2. Give healthy eating a chance – Find a dietitian or diabetes educator to learn proper eating techniques. Reduce refined carbohydrates which cause large increases in blood sugar. Go back to the basics. Eat fruits, vegetables, whole grains, and low fat dairy and lean proteins. Learn meal strategy planning from a professional. Never get hungry. Eat your regular meals and no snacks except for an evening snack when on basal /bolus routines. Eat moderate snacks when you are on mixed insulin’s like 75/25 or 70/30.
  3. Do not count calories but watch portion sizes – Invest in portion control plates, measuring spoons as well as dry measuring cups. After a while you will be able to estimate how much a ½ or 1 cup serving sizes look like. Portion size is extremely important. No fluids should contain calories except for milk. Stay away from regular sodas, fruit juices, power or energy drinks and stick to Crystal light, diet soda, unsweetened tea, coffee or water. If you drink an alcoholic beverage do not use sweet mixers. Most fluids offer empty calories.
  4. Never skip a meal – This will lead to a low if you are taking insulin and it usually backfires by increased snacking or eating more at the next meal. This creates large blood sugar swings. Your body tends to slow its metabolism and holding onto calories when skipping meals. Having 3 healthy meals with small snacks recommended by your CDE will result in weight management and blood glucose control.
  5. Take your insulin as directed – Do not skip insulin to prevent weight gain. Do not stop eating to prevent weight gain. Take insulin as prescribed and eat moderately. You will feel and look much better. Blood sugar control is always more important then weight gain.
  6. Check in with your health care team – Verbalize your questions and concerns with all members of your team. We want to help you succeed and stay on track. If you are doing everything you think you should be doing and getting poor results ask questions.
  7. Reduce stress – Stress hormones lead to an increase in weight gain so get help limiting stress. Try yoga, deep breathing, massages, and acupuncture or talk therapy to keep you calm.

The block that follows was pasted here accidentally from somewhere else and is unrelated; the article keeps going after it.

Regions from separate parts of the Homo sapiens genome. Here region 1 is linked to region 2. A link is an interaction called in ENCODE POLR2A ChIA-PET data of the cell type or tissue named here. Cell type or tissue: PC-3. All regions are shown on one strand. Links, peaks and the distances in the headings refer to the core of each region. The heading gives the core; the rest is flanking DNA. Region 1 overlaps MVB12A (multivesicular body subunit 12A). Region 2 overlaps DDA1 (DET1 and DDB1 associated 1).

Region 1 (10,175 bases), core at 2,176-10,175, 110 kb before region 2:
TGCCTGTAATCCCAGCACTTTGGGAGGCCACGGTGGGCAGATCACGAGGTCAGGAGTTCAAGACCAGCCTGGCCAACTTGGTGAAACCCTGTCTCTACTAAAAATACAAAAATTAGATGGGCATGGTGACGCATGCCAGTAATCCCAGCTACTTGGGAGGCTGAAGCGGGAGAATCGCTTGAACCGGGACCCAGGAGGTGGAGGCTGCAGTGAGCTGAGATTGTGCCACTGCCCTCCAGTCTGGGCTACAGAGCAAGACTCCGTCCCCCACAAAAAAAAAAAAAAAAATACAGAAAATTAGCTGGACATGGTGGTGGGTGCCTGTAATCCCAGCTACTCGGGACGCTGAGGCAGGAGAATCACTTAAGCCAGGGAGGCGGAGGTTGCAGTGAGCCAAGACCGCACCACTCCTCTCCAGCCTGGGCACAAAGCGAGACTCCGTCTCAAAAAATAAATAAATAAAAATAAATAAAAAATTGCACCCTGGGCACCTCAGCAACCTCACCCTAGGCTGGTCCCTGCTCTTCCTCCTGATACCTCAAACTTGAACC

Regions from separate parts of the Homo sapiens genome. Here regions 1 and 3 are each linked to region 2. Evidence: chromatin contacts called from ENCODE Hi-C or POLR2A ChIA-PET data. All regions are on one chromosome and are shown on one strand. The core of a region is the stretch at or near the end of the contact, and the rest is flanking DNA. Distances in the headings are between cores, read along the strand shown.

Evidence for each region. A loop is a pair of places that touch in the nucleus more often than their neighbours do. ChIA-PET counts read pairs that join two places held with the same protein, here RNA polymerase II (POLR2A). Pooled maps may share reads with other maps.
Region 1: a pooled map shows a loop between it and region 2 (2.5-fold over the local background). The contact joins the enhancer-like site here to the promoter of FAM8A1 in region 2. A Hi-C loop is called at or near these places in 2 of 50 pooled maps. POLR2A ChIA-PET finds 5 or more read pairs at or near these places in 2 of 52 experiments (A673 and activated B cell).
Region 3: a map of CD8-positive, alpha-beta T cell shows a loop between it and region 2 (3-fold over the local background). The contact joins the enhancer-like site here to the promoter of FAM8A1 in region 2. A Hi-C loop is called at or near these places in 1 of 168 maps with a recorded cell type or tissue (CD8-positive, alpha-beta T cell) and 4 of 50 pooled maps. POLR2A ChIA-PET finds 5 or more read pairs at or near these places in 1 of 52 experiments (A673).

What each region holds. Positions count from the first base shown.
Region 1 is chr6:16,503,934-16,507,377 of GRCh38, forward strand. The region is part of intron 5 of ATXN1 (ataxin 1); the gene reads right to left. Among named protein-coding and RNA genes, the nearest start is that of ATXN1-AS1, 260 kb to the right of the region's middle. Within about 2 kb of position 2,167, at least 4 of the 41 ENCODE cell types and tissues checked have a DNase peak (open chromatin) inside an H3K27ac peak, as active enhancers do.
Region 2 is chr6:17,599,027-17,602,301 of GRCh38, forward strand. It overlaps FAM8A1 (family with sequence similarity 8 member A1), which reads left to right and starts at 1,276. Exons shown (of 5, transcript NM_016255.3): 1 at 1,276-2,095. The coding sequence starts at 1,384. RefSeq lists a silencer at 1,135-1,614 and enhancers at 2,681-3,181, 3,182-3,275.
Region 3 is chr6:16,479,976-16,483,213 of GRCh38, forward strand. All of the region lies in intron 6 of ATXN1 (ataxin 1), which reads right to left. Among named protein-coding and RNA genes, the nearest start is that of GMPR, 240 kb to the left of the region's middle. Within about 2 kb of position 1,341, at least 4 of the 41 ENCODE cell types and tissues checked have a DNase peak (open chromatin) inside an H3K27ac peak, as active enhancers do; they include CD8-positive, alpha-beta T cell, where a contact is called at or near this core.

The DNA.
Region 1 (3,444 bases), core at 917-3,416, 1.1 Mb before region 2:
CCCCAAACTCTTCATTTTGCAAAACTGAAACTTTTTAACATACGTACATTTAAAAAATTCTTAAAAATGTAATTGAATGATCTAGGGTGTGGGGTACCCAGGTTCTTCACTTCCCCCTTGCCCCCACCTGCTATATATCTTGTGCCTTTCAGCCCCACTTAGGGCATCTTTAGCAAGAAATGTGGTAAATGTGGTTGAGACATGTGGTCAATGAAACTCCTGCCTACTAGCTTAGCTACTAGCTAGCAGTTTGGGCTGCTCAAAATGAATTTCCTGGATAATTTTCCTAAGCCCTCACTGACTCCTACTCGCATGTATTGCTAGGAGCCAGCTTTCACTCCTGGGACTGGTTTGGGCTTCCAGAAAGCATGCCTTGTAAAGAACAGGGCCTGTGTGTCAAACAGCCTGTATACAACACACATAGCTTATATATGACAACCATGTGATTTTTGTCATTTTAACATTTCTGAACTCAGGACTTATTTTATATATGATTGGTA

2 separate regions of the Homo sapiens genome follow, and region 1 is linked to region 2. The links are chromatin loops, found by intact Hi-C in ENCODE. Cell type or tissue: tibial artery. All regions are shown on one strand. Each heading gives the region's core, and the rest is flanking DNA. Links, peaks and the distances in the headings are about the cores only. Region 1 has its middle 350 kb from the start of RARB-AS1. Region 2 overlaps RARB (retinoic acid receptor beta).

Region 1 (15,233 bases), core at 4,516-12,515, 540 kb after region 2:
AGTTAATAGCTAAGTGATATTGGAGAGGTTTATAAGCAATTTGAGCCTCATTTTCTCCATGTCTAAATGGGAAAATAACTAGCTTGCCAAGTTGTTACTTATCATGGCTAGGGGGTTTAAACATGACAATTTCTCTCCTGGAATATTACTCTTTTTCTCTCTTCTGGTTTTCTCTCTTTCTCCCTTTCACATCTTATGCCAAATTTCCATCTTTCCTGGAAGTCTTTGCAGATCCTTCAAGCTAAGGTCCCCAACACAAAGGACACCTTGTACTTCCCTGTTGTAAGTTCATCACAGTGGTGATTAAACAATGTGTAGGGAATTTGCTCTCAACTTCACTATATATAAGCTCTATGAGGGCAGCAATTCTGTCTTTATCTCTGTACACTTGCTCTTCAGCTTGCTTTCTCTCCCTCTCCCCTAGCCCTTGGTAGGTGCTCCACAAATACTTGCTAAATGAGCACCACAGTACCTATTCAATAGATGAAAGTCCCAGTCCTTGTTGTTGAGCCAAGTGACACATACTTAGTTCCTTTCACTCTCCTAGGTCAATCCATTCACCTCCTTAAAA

Gaining weight is frustrating for everyone but especially when you have diabetes. Usually you are being told to lose weight to help control blood sugars. Be more aware and concerned with glucose control and follow the above tips. You will feel well and prevent future complications by taking your insulin correctly, eating on a schedule and doing routine exercise. Best of luck!


NOTE: Consult your doctor first to make sure my recommendations fit your special health needs.

Roberta Kleinman

Roberta Kleinman

Roberta Kleinman, RN, M. Ed., CDE, is a registered nurse and certified diabetes educator. She grew up in Long Island, NY. Her nursing training was done at the University of Vermont where she received a B.S. R.N. Robbie obtained her Master of Education degree, with a specialty in exercise physiology, from Georgia State University in Atlanta, Georgia.

She is a member of the American Diabetes Association as well as the South Florida Association of Diabetes Educators. She worked with the education department of NBMC to help educate the hospital's in-patient nurses about diabetes. She practices a healthy lifestyle and has worked as a personal fitness trainer in the past.

She was one of the initiators of the North Broward Diabetes Center (NBMC) which started in 1990 and was one of the first American Diabetes Association (ADA) certified programs in Broward County, Florida for nearly two decades. Robbie has educated patients to care for themselves and has counseled them on healthy eating, heart disease, high lipids, use of glucometers, insulin and many other aspects of diabetes care. The NBMC Diabetes Center received the Valor Award from the American Diabetes Center for excellent care to their patients. Robbie has volunteered over the years as leader of many diabetes support groups.
Roberta Kleinman